Apple needs to make friends right now, not enemies

By February 17, 2011Apple, Google

On Tuesday I wrote about how Android is continuing to gain momentum, but that it still lags Apple in terms of the health of its ecosystem.  Also on Tuesday Apple announced a tightening of the rules around purchases via the apps that run on their platform which are designed to increase Apple’s share of the pie.  In a nutshell any app or service that is available on an iPhone/iPad/iTouch needs to be available via Apple’s app store at the same price or less than it is available elsewhere, and of course Apple will take their 30% cut.

Newspaper publishers who sell subscriptions via their website and keep all the margin this will lop a significant chunk off the revenues they hope to get from selling content online, their great hope.

Amazon will have to put a link in their Kindle apps that launches Apple’s single click in app purchasing, on which Apple takes a 30% cut.  That will replace the link to Amazon’s website where they get to keep all the margin.  I don’t know if it will be profitable for Amazon to sell books if they have to hand over 30% of the purchase price to Apple.  If not they may have to pull their Kindle apps.

It will of course be easier and simpler for consumers to buy direct from their iPhones and iPads apps than launch a separate browser session, type in the link, etc. meaning that newspaper publishers, Amazon and Apple’s other partners will end up handing a significant portion of their sales to Apple.  Either that or move off the platform.

No wonder the Wall Street Journal is reporting that Apple’s latest move raises anti-trust issues.

Given the growth in the Android platform (and I was with a company yesterday that is launching a mobile app only on Android) I am surprised that Apple isn’t adopting the opposite strategy of working to be a better partner.  Perhaps I shouldn’t be surprised though – looking back over recent history it is clear that Apple has long thought that their contribution is far more important than that of their partners and as a result have undervalued the ecosystem.

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  • Anonymous

    The biggest issue in my mind is not Apple forcing publishers to allow content to be purchased through iTunes; but that they don’t let publishers adjust prices accordingly. Apple are essentially forcing publishers to build in an 30% apple tax across their whole pricing – which is clearly untenable for most. If Apple need 30% they should let publishers increase their pricing to sell via iTunes – and then consumers can decide if the convenience is worth a 30% increase. The reason Apple is not doing that is because they know the convenience is not worth anything near that much.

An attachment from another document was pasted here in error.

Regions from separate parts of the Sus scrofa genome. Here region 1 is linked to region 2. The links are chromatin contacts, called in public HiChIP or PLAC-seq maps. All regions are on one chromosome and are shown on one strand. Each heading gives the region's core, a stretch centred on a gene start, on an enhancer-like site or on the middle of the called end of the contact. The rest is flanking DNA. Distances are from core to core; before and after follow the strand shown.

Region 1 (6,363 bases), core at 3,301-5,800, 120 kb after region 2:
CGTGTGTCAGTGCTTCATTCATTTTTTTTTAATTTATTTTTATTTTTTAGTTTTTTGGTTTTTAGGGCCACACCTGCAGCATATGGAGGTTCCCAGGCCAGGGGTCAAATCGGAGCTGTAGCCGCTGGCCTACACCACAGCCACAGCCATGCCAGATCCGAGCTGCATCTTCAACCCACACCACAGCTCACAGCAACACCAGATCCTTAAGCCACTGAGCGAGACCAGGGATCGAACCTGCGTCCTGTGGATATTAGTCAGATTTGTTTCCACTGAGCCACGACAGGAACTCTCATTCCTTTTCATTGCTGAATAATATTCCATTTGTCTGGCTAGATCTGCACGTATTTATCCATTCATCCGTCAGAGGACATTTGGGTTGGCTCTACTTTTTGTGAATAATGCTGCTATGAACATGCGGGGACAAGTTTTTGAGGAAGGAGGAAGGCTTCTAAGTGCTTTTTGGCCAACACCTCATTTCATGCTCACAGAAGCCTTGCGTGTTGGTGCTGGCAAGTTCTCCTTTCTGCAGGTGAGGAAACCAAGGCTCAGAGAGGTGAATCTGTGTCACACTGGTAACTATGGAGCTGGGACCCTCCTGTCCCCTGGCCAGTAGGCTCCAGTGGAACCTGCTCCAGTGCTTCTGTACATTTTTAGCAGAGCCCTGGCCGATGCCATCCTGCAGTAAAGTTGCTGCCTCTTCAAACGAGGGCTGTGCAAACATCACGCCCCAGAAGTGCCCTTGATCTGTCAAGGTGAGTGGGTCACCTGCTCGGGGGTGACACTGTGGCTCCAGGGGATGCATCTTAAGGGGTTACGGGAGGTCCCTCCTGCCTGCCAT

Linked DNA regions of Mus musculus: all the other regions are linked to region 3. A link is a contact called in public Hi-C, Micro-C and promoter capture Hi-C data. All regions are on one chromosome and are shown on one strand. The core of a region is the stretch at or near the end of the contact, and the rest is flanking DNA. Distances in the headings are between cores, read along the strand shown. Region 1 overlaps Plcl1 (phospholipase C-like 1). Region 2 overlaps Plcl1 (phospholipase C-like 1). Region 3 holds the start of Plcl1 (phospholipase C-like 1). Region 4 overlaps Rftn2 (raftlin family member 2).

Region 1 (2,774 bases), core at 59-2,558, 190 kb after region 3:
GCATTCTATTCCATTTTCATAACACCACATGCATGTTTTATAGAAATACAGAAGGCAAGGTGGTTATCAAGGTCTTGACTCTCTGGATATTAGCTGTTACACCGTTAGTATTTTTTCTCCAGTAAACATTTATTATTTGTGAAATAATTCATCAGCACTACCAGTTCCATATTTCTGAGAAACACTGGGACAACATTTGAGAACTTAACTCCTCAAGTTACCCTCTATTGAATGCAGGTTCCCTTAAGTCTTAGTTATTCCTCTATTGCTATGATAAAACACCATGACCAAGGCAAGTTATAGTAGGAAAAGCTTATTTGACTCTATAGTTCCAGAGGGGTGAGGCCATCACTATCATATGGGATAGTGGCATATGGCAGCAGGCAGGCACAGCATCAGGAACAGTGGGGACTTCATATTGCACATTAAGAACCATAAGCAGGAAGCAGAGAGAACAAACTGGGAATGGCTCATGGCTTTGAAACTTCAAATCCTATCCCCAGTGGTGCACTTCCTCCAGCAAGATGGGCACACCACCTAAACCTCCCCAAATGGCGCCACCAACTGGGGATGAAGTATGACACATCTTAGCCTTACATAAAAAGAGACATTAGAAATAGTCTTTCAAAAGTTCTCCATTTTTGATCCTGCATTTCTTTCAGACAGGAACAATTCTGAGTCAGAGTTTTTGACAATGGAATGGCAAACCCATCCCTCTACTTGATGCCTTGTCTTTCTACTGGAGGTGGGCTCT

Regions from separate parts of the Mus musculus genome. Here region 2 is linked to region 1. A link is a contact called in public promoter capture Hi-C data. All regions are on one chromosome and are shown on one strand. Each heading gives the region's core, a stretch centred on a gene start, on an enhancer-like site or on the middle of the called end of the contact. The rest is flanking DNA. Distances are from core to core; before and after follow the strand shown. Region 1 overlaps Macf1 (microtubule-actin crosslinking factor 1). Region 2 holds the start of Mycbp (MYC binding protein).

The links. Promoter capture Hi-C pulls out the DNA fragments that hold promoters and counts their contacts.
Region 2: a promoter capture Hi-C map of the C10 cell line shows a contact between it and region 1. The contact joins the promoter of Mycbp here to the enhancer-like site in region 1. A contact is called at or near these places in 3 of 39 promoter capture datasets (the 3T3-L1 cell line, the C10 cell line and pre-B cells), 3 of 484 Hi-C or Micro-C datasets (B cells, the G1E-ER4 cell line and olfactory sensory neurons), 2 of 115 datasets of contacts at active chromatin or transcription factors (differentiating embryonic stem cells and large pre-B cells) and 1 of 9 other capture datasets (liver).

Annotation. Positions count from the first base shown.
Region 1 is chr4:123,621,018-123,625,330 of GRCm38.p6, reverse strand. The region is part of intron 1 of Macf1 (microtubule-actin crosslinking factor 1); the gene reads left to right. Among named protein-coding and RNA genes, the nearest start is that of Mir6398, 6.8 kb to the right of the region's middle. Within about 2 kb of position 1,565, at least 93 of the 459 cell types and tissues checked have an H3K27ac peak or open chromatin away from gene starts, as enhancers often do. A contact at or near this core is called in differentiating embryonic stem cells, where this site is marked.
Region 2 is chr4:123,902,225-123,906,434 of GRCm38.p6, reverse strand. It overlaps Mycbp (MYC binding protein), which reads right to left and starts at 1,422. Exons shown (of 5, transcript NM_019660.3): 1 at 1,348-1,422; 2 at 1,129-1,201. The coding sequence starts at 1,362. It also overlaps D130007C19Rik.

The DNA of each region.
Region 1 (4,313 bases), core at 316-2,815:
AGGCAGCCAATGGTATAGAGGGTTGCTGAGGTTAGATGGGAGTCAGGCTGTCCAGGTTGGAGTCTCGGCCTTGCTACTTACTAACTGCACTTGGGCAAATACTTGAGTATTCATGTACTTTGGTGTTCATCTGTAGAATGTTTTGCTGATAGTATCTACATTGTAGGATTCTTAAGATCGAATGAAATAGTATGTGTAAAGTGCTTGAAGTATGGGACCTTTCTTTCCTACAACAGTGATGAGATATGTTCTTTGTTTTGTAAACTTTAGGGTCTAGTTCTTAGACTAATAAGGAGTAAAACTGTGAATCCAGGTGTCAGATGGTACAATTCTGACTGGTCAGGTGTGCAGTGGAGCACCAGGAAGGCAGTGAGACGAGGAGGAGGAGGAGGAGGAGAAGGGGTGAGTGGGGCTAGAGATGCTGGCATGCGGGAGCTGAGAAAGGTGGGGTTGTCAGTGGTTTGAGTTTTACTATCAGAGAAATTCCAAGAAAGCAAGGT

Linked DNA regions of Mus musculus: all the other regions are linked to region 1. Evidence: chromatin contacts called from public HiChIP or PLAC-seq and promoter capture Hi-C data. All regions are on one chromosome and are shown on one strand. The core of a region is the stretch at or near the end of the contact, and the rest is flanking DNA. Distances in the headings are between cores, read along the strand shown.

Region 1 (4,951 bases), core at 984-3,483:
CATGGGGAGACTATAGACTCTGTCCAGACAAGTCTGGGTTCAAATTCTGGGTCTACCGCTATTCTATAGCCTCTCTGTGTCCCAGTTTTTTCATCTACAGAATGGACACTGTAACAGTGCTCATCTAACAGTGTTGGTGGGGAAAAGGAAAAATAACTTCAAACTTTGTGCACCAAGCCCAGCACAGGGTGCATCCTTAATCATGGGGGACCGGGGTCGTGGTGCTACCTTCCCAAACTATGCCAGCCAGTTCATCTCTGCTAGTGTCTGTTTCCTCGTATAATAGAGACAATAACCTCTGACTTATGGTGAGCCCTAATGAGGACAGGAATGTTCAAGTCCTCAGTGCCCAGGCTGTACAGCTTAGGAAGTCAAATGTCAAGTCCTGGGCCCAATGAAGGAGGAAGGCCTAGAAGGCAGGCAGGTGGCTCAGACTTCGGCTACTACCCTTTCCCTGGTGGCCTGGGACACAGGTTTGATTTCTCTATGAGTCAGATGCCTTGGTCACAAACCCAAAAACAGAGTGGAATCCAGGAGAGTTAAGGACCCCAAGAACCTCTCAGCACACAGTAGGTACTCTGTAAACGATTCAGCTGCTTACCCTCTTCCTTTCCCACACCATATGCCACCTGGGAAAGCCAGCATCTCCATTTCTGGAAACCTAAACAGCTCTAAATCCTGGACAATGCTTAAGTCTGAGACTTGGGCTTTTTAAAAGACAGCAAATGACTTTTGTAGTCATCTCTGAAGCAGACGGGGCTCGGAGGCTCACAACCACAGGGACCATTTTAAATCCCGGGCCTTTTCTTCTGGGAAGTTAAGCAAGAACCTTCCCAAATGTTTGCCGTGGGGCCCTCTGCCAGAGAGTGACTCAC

I also recall a court case (not even sure if it was UK or US) regarding the credit card companies trying to force merchants to not be able to offer alternative pricing (discounts) to people not using credit cards; a case they lost. There seem to be similarities here.

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  • The danger here is that Apple is forcing out the very people that make their products so great. People love iPad and iTouch because of the apps, the music, etc. These are things that groups and people outside of Apple bring to the table.

  • Exactly – and they will force them to Android. The better option for Apple over the long run, it seems to me, is to open up their policies a little.

  • Anonymous

    History repeating itself …. the market will always find a way round a closed system …. Apple will benefit in the short term – but as you have confirmed the majority of the partners will find a way to drive traffic outside their system within the year. Really a shame they never learn or don’t want to learn.

  • Incredible how people ignore the lessons of history…

  • Totally agree. Apple are leveraging the fact that right now publishers need to be on the iPhone and iPad to insist on their 30% across the board and also that the pricing on their devices is the same as elsewhere, and that the convenience alone doesn’t merit it.

    Your analogy with credit cards is interesting. I guess Apple’s ability to make this stick will come down to the strength of their position vs the competition, and ironically if they are strong enough to make it work commercially they are probably more vulnerable in court.

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  • Anonymous

    Exactly on the competition issue. I am pretty sure they will back pedal; it will just take a few high profile apps leaving (Economist/FT/Spotify/Kindle) to kill the platform – if I loose a single one of those I know I am off to Android. I hope that these high profile publishers don’t sign private discounted deals (I can’t imagine for a minute Murdoch is paying 30% for The Daily) and take a stand early on.

  • I agree, and wrote as much this morning on the back of Rhapsody coming out and saying their business model doesn’t work with the 30% cut

  • Anonymous

    Nick; do you have any insight into the legality of a big publisher like Rhapsody publishing their iOS app on their website and suggesting people jailbreak their iphones; perhaps even linking to jail breaking sites? I can’t imagine anyone small would want do take Apple on in this way – but I could see Spotify trying.

  • Recommending that customers jail break and invalidate their warranty opens you up to all sorts of problems if their phone stops working, particularly if it might be because of your application.

    I doubt that anyone serious would go down this route.